Goal of our Research
Our research interest is in understanding the molecular and cellular mechanisms underlying organ morphogenesis in vertebrates. Each organ has a characteristic shape that is required for its proper function. During development, the structure of an organ is produced by intrinsic and genetic programs in the embryo. Our primary goal is to elucidate the developmental programs and the subsequent behavior of cells and tissues that generate distinct morphology of organs. Knowledge obtained through these studies will be useful for considering our further interest, that is, issues of the morphological diversity of organs, which is caused by modifications and alterations of the developmental programs during evolution.
We are also investigating the mechanisms of organ regeneration. Although appropriate morphogenesis is essential to regenerate functional replica of lost organs, little attention has been paid to this in recent regeneration studies such as studies on stem cell biology. Result of our studies on organ morphogenesis during development and regeneration will contribute to the establishment of a scientific basis for regenerative medicine.
During vertebrate development, limbs arise as swellings called limb buds from the lateral plate mesoderm in the ventrolateral body wall. The limb-forming regions are thought to be determined by the surrounding tissues and their positions are precisely defined. Once the limb bud has formed, morphogenesis occurs along three axes, antero-posterior, dorso-ventral and proximo-distal axes. Some organizing centers for morphogenesis along each axis are known to exist in the limb bud (such as the ZPA, AER, and non-AER ectoderm). We focus on two main questions for this field of research. One is how limbs are formed at specific positions of the body wall. The other is how limb bud cells translate positional information along the axes into limb morphology. Results of these studies will provide insights into the general mechanisms of organ morphogenesis during embryonic development.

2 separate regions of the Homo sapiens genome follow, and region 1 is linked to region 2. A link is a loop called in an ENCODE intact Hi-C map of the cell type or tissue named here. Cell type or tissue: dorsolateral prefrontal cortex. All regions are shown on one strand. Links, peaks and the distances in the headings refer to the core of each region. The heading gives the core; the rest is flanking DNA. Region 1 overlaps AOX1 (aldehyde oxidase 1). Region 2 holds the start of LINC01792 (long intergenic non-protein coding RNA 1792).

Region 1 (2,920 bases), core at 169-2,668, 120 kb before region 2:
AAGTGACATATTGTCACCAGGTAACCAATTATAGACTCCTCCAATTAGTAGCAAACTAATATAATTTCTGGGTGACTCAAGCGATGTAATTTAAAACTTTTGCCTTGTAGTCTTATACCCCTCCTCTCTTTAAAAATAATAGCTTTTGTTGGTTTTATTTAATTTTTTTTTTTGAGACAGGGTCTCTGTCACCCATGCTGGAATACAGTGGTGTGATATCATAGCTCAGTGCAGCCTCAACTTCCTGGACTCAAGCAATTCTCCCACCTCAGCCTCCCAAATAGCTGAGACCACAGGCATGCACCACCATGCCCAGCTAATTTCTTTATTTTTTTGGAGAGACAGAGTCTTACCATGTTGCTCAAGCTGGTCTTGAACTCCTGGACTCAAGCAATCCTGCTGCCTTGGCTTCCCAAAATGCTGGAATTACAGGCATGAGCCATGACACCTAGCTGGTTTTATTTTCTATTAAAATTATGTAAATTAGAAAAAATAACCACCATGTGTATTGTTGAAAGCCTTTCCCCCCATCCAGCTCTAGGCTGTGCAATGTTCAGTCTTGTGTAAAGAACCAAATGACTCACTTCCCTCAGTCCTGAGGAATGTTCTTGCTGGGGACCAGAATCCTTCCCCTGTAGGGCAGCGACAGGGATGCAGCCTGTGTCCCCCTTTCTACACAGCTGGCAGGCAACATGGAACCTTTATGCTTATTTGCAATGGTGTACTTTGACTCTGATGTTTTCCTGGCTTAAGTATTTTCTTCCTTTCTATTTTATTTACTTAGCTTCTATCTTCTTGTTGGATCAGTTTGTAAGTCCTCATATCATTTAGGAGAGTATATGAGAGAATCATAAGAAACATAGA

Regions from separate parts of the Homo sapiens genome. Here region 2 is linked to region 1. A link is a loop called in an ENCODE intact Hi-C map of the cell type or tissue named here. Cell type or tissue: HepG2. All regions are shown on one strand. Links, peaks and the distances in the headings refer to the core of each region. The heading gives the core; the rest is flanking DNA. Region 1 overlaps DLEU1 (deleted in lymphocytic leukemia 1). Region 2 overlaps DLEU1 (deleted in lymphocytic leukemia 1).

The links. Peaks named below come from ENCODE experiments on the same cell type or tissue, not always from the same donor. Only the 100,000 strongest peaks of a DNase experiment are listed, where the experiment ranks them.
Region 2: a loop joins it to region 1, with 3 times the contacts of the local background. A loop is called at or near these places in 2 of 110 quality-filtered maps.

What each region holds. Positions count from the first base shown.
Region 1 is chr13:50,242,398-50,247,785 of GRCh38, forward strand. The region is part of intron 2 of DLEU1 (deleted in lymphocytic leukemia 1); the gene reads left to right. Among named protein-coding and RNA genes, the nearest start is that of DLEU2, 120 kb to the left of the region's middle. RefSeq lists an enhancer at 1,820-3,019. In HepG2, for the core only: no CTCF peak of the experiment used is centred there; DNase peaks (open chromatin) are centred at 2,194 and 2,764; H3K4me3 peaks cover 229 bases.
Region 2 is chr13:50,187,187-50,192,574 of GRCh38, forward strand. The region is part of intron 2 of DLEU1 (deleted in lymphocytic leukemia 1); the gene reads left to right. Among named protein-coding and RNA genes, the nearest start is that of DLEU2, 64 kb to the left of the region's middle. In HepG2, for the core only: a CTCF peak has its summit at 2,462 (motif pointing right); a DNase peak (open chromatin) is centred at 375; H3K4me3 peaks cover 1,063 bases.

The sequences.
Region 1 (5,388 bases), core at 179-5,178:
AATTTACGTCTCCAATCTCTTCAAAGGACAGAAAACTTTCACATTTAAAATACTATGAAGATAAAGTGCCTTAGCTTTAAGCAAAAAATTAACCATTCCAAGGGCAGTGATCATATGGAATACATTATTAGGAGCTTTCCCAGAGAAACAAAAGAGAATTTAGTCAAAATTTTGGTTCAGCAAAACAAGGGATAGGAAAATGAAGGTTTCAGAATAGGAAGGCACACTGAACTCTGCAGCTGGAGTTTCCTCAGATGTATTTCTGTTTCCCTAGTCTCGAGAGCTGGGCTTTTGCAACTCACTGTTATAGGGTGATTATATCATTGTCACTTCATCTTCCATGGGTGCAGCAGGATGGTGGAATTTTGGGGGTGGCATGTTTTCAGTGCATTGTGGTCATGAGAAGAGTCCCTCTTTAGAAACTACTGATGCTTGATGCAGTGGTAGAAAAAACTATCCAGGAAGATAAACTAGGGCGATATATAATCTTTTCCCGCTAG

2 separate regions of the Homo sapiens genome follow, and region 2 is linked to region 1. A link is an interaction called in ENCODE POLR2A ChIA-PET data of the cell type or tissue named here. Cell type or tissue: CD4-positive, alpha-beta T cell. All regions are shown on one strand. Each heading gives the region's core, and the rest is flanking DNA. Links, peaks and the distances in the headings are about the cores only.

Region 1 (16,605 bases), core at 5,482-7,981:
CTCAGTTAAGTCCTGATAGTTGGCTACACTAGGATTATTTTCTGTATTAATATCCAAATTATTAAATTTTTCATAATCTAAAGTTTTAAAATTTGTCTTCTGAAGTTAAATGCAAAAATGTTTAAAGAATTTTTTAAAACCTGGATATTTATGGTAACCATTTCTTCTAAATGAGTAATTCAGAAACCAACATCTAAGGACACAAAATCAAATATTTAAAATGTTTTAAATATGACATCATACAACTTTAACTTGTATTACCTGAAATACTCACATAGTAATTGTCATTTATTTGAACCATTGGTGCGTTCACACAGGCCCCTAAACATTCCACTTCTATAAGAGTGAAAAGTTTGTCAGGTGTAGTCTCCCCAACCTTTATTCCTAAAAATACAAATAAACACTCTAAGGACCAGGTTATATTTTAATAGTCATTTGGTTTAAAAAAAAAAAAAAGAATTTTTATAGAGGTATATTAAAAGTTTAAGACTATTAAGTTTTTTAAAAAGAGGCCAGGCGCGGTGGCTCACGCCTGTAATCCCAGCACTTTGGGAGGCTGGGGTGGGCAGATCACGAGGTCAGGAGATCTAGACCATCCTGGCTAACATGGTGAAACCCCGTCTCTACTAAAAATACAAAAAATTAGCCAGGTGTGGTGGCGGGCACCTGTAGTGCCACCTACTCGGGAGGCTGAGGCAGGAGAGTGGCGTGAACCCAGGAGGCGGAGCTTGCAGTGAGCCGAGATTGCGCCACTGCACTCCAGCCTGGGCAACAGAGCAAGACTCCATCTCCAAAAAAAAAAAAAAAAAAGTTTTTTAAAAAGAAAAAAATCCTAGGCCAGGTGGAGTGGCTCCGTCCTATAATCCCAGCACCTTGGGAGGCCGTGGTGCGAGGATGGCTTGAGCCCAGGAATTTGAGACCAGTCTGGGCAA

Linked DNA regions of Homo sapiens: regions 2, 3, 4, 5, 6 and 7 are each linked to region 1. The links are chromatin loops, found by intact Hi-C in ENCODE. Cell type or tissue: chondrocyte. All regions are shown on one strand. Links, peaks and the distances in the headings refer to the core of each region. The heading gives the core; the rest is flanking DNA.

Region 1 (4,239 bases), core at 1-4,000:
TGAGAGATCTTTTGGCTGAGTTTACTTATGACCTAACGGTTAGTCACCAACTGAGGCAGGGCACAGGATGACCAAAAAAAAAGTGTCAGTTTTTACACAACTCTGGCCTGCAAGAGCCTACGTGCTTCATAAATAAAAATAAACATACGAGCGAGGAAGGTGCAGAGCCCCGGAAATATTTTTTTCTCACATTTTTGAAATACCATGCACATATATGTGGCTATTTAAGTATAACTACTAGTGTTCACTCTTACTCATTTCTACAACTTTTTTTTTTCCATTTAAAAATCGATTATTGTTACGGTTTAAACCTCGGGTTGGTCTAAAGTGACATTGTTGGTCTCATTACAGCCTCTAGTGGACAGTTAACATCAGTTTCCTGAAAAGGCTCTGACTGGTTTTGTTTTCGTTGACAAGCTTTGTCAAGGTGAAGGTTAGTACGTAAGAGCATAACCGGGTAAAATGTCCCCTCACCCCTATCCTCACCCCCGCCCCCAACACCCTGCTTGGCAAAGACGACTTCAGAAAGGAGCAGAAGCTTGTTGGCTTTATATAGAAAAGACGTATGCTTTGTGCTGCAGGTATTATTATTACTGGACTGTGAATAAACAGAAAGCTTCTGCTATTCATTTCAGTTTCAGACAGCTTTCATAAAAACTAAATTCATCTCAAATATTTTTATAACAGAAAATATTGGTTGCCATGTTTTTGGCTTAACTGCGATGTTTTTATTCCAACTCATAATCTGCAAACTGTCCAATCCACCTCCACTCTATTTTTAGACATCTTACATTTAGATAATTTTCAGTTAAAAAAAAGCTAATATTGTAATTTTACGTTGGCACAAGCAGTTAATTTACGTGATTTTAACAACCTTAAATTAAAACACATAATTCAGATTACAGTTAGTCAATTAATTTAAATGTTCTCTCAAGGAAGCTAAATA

Urodele amphibians such as the newt and axolotl can completely regenerate their limbs throughout their life. In contrast, the ability of the anuran amphibian Xenopus laevis to regenerate limbs drastically changes as it gets older. Although young tadpoles can regenerate complete limbs after amputations of developing limb buds, older tadpoles have almost lost the ability for regeneration. On the other hand, froglets (young adults shortly after metamorphosis) can regenerate only a hypomorphic cartilage spike. The spike has no joint and bifurcation, suggesting that it fails to regenerate the skeletal pattern along the axes of the limb. Understanding the causes of reduction of their regenerative ability will clarify the requisites for complete regeneration of organ morphology and functions. In the future, we will explore the reasons why mammals (and other amniotes) have severely limited ability to regenerate organs.
Evolution and Diversity of Vertebrate Appendages
Tetrapod limbs evolved from paired (pectoral and pelvic) fins of ancestral fishes and altered their morphology to adapt to their respective environments. For example, forelimbs of birds became wings for flying and marine mammals such as dolphins and seals changed their limbs to paddle-like flippers to swim like fish. While developmental processes of these various limbs are thought to share common basic mechanisms, there are certain differences in the mechanisms that may cause their divergent morphology. What are the differences? Are there some rules or constraints in the alteration of the mechanisms? We will attempt to answer these questions.
Another major issue in this field is fin-limb transition. Although fish fins and tetrapod limbs share many common mechanisms of development, their morphologies in adult animals are quite different. Paired fins have extended exoskeletons (fin rays) in the distal part and poorly developed endoskeletons (radials) in the proximal part. In contrast, the distal part of limbs has well developed endoskeletons of the autopod (wrist/ankle and hand/foot) instead of the exoskeletal fin rays. We are investigating the mechanisms that account for these morphological differences from the viewpoint of developmental biology.